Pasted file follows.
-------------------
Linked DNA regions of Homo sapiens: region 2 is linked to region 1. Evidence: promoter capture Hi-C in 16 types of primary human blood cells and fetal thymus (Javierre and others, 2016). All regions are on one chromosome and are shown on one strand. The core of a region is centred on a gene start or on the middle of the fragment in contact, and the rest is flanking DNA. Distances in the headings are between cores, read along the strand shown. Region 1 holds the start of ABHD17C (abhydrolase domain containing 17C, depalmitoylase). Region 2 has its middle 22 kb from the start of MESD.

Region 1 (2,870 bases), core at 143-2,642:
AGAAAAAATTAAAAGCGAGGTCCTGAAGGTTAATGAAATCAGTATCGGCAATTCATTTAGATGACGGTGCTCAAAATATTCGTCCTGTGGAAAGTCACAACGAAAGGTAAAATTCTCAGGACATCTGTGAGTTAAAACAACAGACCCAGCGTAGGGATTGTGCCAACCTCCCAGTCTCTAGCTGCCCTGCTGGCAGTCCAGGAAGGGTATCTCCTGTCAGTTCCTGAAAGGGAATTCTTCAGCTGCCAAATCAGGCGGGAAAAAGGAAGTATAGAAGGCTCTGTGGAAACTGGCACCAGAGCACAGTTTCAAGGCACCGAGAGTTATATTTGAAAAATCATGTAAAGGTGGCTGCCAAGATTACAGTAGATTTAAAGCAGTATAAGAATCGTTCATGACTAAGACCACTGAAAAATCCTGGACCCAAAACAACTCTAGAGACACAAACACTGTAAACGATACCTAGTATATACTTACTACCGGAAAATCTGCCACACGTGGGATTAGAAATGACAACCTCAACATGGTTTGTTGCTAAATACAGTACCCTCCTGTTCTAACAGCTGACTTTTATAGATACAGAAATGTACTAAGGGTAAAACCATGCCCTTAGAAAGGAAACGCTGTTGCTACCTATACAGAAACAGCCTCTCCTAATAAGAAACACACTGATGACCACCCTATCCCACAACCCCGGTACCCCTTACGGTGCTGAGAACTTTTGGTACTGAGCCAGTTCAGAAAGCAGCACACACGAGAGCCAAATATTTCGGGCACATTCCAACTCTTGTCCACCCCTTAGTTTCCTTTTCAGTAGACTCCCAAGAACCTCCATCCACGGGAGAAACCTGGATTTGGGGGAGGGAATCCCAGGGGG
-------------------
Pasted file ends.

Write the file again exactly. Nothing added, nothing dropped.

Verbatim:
Linked DNA regions of Homo sapiens: region 2 is linked to region 1. Evidence: promoter capture Hi-C in 16 types of primary human blood cells and fetal thymus (Javierre and others, 2016). All regions are on one chromosome and are shown on one strand. The core of a region is centred on a gene start or on the middle of the fragment in contact, and the rest is flanking DNA. Distances in the headings are between cores, read along the strand shown. Region 1 holds the start of ABHD17C (abhydrolase domain containing 17C, depalmitoylase). Region 2 has its middle 22 kb from the start of MESD.

Region 1 (2,870 bases), core at 143-2,642:
AGAAAAAATTAAAAGCGAGGTCCTGAAGGTTAATGAAATCAGTATCGGCAATTCATTTAGATGACGGTGCTCAAAATATTCGTCCTGTGGAAAGTCACAACGAAAGGTAAAATTCTCAGGACATCTGTGAGTTAAAACAACAGACCCAGCGTAGGGATTGTGCCAACCTCCCAGTCTCTAGCTGCCCTGCTGGCAGTCCAGGAAGGGTATCTCCTGTCAGTTCCTGAAAGGGAATTCTTCAGCTGCCAAATCAGGCGGGAAAAAGGAAGTATAGAAGGCTCTGTGGAAACTGGCACCAGAGCACAGTTTCAAGGCACCGAGAGTTATATTTGAAAAATCATGTAAAGGTGGCTGCCAAGATTACAGTAGATTTAAAGCAGTATAAGAATCGTTCATGACTAAGACCACTGAAAAATCCTGGACCCAAAACAACTCTAGAGACACAAACACTGTAAACGATACCTAGTATATACTTACTACCGGAAAATCTGCCACACGTGGGATTAGAAATGACAACCTCAACATGGTTTGTTGCTAAATACAGTACCCTCCTGTTCTAACAGCTGACTTTTATAGATACAGAAATGTACTAAGGGTAAAACCATGCCCTTAGAAAGGAAACGCTGTTGCTACCTATACAGAAACAGCCTCTCCTAATAAGAAACACACTGATGACCACCCTATCCCACAACCCCGGTACCCCTTACGGTGCTGAGAACTTTTGGTACTGAGCCAGTTCAGAAAGCAGCACACACGAGAGCCAAATATTTCGGGCACATTCCAACTCTTGTCCACCCCTTAGTTTCCTTTTCAGTAGACTCCCAAGAACCTCCATCCACGGGAGAAACCTGGATTTGGGGGAGGGAATCCCAGGGGG